In its response to the Federal Budget, Labor committed to this investment. The Society welcomes the commitment of a number of the states, such as Victoria and Queensland, to their own significant investments. But in the face of escalating need, a bipartisan, cross-jurisdictional effort is essential if we are to address this crisis.

It’s easy to blame people who haven’t got anywhere to live. But if we continue to put off addressing the deteriorating supply of affordable housing, we will continue to see a rising tide of homeless families forced to seek help from our charities just to survive.

According to one ANU study, 57 per cent of people feel they cannot afford to buy a place of their own right now, and 32 per cent don’t think they will ever be able to afford to buy a home.

The Great Australian Dream is fast moving beyond the reach of minimum income earners, placing pressure on a limited, overheated rental market. More than one million low-income households rent in the private market. This figure has more than doubled over the past two decades. Young people are increasingly vulnerable.

And at the other end of the scale, the most disadvantaged older people are those living on the aged pension who do not own their own home. We also know that family and domestic violence is the leading cause of homelessness and the majority of those affected are women and their children.

As affordable housing moves beyond the reach of middle Australia, public policy must consider the economic cost of failing to ensure everyone has a place to call home.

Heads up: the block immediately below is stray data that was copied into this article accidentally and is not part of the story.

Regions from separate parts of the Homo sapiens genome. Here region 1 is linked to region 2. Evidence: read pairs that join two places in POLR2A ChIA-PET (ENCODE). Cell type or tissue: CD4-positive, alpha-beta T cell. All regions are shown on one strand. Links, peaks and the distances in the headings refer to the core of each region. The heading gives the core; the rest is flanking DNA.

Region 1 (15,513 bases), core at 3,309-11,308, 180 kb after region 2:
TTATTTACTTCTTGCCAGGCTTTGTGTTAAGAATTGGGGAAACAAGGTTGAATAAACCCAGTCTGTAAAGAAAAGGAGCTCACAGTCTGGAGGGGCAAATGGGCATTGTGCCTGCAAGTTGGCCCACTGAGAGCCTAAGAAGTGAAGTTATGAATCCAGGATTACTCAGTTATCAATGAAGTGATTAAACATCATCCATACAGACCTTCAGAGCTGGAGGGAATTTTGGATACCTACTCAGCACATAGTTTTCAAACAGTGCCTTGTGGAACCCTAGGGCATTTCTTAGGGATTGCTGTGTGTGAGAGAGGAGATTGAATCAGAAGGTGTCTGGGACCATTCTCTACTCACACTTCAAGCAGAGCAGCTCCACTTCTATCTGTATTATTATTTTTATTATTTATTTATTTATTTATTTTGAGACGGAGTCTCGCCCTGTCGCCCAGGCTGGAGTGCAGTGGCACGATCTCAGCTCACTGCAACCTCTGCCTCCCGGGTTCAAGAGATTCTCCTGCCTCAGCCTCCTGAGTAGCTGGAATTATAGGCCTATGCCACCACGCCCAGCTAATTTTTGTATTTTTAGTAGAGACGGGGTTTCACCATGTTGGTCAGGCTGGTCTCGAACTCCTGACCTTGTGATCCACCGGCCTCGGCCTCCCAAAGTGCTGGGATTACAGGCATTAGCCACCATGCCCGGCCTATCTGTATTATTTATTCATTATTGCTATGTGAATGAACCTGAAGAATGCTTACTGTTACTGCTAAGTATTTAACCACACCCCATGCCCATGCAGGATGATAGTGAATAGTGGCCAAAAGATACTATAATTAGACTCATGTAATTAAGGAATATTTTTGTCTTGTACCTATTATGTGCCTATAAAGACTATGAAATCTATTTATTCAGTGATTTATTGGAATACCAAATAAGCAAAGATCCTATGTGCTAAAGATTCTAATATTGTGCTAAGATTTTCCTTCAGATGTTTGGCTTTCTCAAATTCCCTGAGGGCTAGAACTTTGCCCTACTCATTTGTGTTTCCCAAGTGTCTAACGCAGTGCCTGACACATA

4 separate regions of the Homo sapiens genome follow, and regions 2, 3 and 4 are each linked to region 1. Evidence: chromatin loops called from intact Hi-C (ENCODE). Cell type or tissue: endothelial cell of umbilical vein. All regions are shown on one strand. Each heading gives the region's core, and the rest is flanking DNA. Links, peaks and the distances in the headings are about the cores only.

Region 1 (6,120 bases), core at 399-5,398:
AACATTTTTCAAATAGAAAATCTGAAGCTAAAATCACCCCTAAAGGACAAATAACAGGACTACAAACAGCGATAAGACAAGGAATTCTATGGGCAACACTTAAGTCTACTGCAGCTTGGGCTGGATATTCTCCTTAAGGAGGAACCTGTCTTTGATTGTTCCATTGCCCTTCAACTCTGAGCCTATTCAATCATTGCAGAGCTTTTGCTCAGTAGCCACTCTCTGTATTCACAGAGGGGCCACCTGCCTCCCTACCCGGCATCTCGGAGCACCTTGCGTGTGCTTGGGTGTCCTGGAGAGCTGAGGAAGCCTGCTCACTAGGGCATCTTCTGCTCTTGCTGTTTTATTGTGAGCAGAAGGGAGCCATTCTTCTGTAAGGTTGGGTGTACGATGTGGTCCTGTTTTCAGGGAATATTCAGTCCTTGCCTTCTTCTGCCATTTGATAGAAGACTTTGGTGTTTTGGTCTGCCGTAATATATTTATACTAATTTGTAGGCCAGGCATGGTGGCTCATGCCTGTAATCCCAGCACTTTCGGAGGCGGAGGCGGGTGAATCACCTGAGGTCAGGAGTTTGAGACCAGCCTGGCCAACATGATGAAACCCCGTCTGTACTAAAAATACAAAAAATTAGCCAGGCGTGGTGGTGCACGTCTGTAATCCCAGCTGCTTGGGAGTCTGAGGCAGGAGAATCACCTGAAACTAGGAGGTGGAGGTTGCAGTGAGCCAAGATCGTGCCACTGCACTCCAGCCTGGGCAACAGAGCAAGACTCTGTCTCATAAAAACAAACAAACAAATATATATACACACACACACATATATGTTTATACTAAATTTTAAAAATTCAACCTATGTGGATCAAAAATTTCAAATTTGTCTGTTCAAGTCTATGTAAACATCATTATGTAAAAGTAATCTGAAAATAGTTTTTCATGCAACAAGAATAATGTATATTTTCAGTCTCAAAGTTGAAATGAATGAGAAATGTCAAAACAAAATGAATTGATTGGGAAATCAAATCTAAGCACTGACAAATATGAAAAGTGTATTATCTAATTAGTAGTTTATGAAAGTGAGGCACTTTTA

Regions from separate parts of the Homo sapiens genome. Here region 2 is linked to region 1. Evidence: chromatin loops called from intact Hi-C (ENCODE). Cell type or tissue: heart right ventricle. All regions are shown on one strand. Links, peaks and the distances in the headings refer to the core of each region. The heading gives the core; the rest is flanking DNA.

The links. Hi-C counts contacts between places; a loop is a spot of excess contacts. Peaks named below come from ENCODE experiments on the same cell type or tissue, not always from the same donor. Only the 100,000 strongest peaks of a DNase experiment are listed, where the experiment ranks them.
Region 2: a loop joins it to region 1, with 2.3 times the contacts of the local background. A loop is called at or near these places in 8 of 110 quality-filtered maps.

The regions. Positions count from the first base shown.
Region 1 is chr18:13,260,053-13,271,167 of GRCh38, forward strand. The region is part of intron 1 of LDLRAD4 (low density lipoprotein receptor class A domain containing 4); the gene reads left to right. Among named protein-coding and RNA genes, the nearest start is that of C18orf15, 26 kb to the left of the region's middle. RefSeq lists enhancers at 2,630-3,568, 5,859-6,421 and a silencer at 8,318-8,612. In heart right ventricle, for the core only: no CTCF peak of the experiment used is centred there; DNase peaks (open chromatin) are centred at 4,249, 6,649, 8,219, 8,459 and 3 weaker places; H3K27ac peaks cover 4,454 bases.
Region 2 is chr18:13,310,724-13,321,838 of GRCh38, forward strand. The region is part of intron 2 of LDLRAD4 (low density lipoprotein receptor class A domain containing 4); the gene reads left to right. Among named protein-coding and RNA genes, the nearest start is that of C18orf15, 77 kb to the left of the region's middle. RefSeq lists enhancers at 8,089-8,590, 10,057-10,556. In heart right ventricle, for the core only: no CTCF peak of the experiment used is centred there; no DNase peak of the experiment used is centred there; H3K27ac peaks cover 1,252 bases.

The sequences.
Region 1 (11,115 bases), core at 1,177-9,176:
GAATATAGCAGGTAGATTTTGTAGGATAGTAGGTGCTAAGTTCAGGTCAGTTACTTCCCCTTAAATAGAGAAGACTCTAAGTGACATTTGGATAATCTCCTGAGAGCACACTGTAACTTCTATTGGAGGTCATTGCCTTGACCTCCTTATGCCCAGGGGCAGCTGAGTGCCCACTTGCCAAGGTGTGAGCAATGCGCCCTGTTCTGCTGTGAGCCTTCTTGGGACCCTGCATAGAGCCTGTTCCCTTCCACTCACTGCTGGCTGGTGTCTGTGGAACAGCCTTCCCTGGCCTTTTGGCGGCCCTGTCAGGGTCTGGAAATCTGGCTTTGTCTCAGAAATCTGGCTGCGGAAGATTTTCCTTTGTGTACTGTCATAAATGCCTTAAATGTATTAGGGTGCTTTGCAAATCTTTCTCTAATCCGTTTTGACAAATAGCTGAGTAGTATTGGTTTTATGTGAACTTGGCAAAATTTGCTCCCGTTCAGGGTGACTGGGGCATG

The solution is there but ideology perpetuates. The Commonwealth is side-stepping its responsibility. It makes no social or economic sense for any government to dig its heels in. In the face of the economic facts, it’s difficult to understand the lack of political will to invest urgently.

Australian economists and other experts agree that Australian governments have not fully considered the impact the housing system has on productivity, growth and wealth distribution. High housing costs suppress demand for other goods and services. High mortgage debts and burdens raise the risk of economic instability. High rental costs for low-income renters impair productivity.

Stable, secure, affordable housing is vital for better outcomes in health, including mental health, education and employment, and economic and social participation.

Housing insecurity perpetuates high use of other government services such as health and hospital care, emergency services and interactions with the justice system.

The Commonwealth Rental Scheme is now out of reach for many who are swamped with inaccessible red tape. It needs a complete overhaul.

Governments must step up. It’s impossible to get your life in order if you have to work out where you will be sleeping each night. Housing security is the first step to building better lives. From there, people can focus on their health, support their families, access training and education and find a job.